Under a joint program (Teal Rain) with the U.S. Navy, DARPA funded the development of the first endurance unmanned aerial vehicle (UAV), Amber, which in 1988 flew for more than 38 straight hours and reached an altitude of 25,000 feet. The Amber demonstration featured innovations in many technologies (digital flight controls, composite materials, microprocessors, and satellite navigation) and led to the Gnat 750 and the Tier 2 Predator. DARPA also supported development of the Global Hawk, a related high-altitude UAV system. These platforms have been transformative with respect to warfighting and ISR (intelligence, surveillance, and reconnaissance) capabilities.
Undermanned Undersea Vehicle
1988
Full-sized, staffed ships and other sea platform cannot perform safely in all Navy missions in near-shore, or littoral waters. These missions include mine location and avoidance as well as remote surveillance. In 1988, a joint DARPA/Navy Unmanned Undersea Vehicle (UUV) Program was initiated, with the goal of demonstrating that UUVs could meet specific Navy mission requirements. The program started with a memorandum of agreement between DARPA and the Navy that specified the design and fabrication of test-bed autonomous vehicles, the independent development of mission packages, and their subsequent integration. The Navy initially pursued a submarine-launched UUV that would either guide the submarine through an area that might be mined or search an area for mines. When the Cold War ended, however, the Navy revised the program with the objective of developing a tethered shallow-water mine reconnaissance vehicle for littoral warfare. The work in the UUV led to many follow-on projects, along with a range of technology developments. Even as the Agency enters its seventh decade, UUV R&D remains part of its portfolio.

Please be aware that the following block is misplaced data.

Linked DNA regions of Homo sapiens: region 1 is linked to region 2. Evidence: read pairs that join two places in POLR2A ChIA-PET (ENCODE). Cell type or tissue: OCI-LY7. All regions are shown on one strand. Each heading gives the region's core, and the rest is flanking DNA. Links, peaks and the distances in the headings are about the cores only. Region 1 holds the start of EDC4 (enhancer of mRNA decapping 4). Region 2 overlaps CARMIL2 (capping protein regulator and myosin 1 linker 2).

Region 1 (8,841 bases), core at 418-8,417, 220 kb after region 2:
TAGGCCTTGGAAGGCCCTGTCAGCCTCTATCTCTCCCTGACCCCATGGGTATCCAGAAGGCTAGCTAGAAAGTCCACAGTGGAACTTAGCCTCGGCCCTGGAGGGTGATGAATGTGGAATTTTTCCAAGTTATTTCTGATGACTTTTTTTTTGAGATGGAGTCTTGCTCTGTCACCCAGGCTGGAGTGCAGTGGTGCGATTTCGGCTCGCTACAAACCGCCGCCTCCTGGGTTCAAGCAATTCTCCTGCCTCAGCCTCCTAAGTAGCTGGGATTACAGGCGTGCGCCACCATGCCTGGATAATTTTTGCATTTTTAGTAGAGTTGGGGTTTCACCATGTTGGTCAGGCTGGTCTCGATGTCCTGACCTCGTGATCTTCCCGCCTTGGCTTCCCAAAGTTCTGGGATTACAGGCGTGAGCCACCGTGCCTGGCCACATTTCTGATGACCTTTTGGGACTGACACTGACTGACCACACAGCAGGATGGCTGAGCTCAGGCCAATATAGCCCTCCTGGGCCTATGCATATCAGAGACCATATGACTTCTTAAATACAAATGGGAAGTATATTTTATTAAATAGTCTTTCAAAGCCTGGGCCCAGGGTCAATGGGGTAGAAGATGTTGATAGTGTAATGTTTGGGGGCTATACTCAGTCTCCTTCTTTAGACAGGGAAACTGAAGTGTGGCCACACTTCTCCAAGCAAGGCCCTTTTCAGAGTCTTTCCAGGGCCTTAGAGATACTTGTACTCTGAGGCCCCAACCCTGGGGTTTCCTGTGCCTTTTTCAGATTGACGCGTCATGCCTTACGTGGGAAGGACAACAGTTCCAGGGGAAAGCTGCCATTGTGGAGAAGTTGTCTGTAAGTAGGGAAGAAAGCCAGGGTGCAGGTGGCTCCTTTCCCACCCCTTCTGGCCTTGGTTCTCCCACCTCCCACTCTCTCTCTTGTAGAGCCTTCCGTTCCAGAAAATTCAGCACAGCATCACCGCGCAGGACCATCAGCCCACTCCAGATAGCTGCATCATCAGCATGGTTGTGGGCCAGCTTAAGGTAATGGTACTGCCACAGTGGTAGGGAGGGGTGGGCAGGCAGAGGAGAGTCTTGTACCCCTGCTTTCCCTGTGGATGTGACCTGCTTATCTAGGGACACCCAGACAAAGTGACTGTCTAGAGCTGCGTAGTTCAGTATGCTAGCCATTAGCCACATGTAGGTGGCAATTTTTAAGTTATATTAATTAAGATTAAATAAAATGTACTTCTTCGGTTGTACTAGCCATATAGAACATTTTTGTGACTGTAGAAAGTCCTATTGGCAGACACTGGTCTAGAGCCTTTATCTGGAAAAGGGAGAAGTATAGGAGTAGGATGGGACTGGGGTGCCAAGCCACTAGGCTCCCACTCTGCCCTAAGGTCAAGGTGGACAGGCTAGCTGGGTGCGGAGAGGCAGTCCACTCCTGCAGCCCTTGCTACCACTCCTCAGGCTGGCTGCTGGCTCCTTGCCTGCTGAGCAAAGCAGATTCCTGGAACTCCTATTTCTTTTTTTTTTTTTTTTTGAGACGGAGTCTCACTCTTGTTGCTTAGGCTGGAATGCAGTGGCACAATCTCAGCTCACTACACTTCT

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High Definition Systems
1989
The High Definition Systems program was started in 1989 as the High Definition TV program. It was renamed High Definition Systems in 1990 and continued until 1993. The program supported work on display-related technologies, including materials and manufacturing techniques. One novel technology supported by the program, digital mirror projection technology, became a commercial success in electronic projectors, and led to an Emmy Award and an Oscar Technical Achievement Award.
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RF Wafer Scale Integration
1989
The microelectronics revolution led to a ubiquity of fingernail-sized chips bearing integrated circuits made of large numbers of tiny transistors, interconnects, and other miniaturized components and devices. DARPA challenged the research community to achieve the tight integration of chips to the scale of the entire semiconductor wafer from which, normally, hundreds of chips would be diced and then packaged into separate components of electronic systems. Among the motivations were the expectations of higher computation or storage capability in a smaller volumes, higher-reliability systems; and reduced power consumption of the wafer-based systems. The research included work in materials, defect management, manufacturing techniques, among other areas. The approach opened up novel engineering opportunities particularly for fabricating multi-element, phased-array, antenna modules on gallium-arsenide wafer for both transmitting and receiving signals.
Taurus Launch Vehicle
1989
DARPA initiated a Small Standard Launch Vehicle (SSLV) program that led to the Taurus, a launch vehicle designed to supply the Department of Defense with quick-response, low-cost launch of tactical satellites from ground facilities. The initial DARPA model was first test-launched in 1989 and first used operationally in 1994. The prime contractor subsequently offered the vehicle in four versions.